This is like the chicken and egg dilemma, mused Chaim Shapiro. The yungerman needed to build credit to eventually qualify for a mortgage. But Chaim had never gotten involved in any credit card shtick or car rentals as a bachur, so his credit file was virtually nonexistent. Banks like to know whom they’re dealing with before lending them money, he was told. But how does anyone begin building their credit in the first place?
If it takes credit to build credit, how does the first lender’s leap of faith occur?
This question reminds me of a gemara in Pesachin 54a which asks, “How was the first pair of metal tongs created? You need tongs to make tongs.” One explanation is that Hashem Himself must have made the original tool! Building credit is much easier since there are multiple ways to get to first base, lending-wise. One path is using some credibility from another person’s established profile. It’s also possible to get small bits of credit from providers that are willing to take some tiny risks with the vast multitudes of newbie borrowers. Virtually all Americans end up with credit files, and Chaim can too.
Become an Authorized User
For years, the tried and tested way to quickly get on the credit map was becoming an authorized user: someone with an existing credit card authorized another person to spend money on their account. The company then issued a separate card to the authorized user to use as they saw fit—the lender didn’t care who did the spending, it was only concerned with who did the paying! With an authorized card, the legal obligation for repayment remains with whoever opened the account. Even so, this option traditionally allowed the user to build some credit history.
Joint or Co-Signed Accounts
If you follow the logic, however, it’s a bit strained. How does having Daddy (for example) handing out additional cards show any responsibility on the authorized child’s part? Indeed, on the DansDeals credit card forum, some say that being an authorized user doesn’t do much to build credit anymore. A similar option that can work is becoming a joint account holder or opening your own account but with a co-signer. Since the legal obligation to pay is on both parties, credit will be built as long as the card is used responsibly. Each card issuer has its own policies pertaining to whether and how they open such accounts.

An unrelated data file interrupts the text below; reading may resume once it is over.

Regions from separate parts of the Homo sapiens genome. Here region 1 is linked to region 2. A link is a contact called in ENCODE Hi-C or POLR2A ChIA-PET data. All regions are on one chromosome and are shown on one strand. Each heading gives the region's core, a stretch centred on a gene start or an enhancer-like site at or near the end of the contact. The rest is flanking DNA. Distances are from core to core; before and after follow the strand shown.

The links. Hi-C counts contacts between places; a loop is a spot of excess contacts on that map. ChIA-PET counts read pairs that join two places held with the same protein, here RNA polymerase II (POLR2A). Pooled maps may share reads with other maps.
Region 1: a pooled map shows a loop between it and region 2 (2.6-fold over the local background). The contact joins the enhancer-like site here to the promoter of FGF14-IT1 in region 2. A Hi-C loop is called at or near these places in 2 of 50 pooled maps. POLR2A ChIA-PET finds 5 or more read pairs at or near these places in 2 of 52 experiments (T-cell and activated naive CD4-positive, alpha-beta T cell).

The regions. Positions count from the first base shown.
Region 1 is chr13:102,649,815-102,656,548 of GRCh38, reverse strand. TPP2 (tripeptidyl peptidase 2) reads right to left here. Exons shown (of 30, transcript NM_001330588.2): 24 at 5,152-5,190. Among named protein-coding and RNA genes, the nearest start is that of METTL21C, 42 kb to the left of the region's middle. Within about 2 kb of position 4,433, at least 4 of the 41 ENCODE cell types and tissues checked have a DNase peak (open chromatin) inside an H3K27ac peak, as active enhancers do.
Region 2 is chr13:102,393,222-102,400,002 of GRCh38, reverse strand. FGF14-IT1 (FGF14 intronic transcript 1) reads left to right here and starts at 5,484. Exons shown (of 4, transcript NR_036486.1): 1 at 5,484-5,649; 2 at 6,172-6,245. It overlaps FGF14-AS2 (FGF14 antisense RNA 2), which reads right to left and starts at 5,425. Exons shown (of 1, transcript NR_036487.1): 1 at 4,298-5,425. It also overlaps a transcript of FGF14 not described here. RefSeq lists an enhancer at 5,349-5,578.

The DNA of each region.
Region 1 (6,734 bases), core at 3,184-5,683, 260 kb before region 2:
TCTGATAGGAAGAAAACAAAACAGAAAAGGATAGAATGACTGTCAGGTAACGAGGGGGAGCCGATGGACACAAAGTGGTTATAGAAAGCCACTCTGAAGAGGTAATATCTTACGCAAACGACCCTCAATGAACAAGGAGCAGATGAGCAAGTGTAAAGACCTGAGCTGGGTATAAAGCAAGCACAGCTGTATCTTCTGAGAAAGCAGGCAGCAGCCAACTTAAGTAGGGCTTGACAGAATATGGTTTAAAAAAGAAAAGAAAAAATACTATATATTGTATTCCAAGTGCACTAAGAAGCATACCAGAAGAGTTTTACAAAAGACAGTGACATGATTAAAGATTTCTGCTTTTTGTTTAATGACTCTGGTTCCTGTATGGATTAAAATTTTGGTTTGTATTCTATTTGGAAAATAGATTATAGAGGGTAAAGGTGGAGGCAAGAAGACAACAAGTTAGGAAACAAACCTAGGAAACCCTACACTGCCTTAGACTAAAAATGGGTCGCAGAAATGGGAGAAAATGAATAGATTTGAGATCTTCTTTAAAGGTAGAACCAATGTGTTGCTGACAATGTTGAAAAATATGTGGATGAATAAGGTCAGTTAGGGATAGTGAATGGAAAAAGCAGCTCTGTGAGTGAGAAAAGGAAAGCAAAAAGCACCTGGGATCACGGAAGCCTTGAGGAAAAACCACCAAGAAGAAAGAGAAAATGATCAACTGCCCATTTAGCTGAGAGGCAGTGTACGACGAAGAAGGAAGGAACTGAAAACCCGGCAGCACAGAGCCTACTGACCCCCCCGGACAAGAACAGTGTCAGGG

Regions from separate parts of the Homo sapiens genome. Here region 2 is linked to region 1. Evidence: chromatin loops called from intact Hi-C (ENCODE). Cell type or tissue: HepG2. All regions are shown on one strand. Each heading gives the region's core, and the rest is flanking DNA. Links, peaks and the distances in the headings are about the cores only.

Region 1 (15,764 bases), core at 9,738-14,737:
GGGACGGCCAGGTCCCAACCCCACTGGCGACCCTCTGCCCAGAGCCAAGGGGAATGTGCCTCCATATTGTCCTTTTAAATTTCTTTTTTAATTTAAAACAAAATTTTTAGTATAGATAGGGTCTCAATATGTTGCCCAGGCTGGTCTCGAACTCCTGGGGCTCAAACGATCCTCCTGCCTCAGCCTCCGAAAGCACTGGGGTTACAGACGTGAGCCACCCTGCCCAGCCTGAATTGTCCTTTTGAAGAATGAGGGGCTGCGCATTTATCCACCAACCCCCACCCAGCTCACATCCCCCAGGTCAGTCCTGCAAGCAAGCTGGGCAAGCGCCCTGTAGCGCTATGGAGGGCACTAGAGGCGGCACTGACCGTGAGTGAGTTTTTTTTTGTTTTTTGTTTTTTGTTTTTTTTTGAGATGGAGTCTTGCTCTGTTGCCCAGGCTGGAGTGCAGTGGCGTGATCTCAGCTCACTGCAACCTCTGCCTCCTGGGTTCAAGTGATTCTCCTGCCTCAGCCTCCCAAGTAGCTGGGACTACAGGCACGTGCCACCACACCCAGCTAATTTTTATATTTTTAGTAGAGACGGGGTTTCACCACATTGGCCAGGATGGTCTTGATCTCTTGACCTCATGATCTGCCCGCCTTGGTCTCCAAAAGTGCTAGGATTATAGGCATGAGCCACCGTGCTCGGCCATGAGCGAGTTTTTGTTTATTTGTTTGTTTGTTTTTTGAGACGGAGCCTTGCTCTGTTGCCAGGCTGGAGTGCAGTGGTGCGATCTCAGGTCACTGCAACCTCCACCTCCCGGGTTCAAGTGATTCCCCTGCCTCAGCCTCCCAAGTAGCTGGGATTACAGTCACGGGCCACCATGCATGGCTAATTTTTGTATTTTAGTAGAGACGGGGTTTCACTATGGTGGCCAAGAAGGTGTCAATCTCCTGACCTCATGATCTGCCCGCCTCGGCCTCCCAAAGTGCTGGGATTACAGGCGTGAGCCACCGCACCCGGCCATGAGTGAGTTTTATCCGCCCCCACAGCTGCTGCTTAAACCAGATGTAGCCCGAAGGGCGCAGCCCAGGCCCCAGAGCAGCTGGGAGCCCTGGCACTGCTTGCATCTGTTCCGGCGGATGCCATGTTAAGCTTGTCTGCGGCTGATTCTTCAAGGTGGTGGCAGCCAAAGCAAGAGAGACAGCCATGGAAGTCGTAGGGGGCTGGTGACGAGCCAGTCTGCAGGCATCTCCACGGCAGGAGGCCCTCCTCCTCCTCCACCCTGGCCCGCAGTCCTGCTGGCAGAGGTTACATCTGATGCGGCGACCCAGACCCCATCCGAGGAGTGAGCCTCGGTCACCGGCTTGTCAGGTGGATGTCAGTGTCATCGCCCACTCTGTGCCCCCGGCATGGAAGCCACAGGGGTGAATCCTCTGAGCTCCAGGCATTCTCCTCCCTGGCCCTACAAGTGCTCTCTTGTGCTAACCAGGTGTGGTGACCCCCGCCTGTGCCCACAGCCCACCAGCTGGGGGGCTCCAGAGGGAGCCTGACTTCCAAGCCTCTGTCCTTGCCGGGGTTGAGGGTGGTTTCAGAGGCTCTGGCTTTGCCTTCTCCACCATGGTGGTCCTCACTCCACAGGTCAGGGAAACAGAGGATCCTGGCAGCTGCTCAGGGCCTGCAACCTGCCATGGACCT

While most lenders require a credit score, there are exceptions. For example, department stores and clothing store chains often issue credit cards even to those without credit scores. Student and auto loans are also often based on factors besides existing credit files. It’s possible to build a track record of repayments using these avenues.
Secured Cards and Loans
The problem of getting a lender to trust you on your first loan can also be solved by putting up security or collateral for the loan. With a secured card or loan, the bank or card company takes a deposit of cash and lends you only up to that amount. This way it’s never at risk, but since there is a live loan ongoing, it can report that favorably to credit agencies. You’ll need to poke around a bit to find the right solution—perhaps check out Chime’s credit builder card and search for credit unions’ secured loan options.
Reporting Rent or Utilities
A final avenue to consider is using a track record of paying rent and utility bills to prove credit worthiness. A number of services facilitate this by forwarding rental payments from tenants to landlords. (Examples include Experian’s Boost and LevelCredit.) There is a small fee involved, but these services then report these transactions to a credit bureau. Paying to build basic credit seems like overkill to me, but to each their own. Also, not every landlord will be interested in the bit of paperwork these services require. The other suggestions above are tried and tested strategies.
It’s a bit ironic sometimes how eager young people are to build their ability to get into debt. While some use their debt responsibly to grow wealth, there is a huge problem of people falling into credit card debt. Be that as it may, getting a credit score rolling is actually quite easy, for better or for worse.
Just by the Way: Pitfalls of Sharing Credit
It may seem kind to allow others to use your credit to help them build credit, but it’s important to be aware of significant pitfalls if the other party does not pay on time. It’s up to the account owner or co-signer to make good on the debt; otherwise their own credit will be ruined. A simple rule of thumb is to not give credit card access to anyone you would not give a similar amount of cash to.
It’s also important to remember that there can be ribbis issues when allowing others to use your credit. An account owner paying interest for an outstanding balance that is to be reimbursed by another person is generally forbidden. Ask relevant she’eilos before the case arises.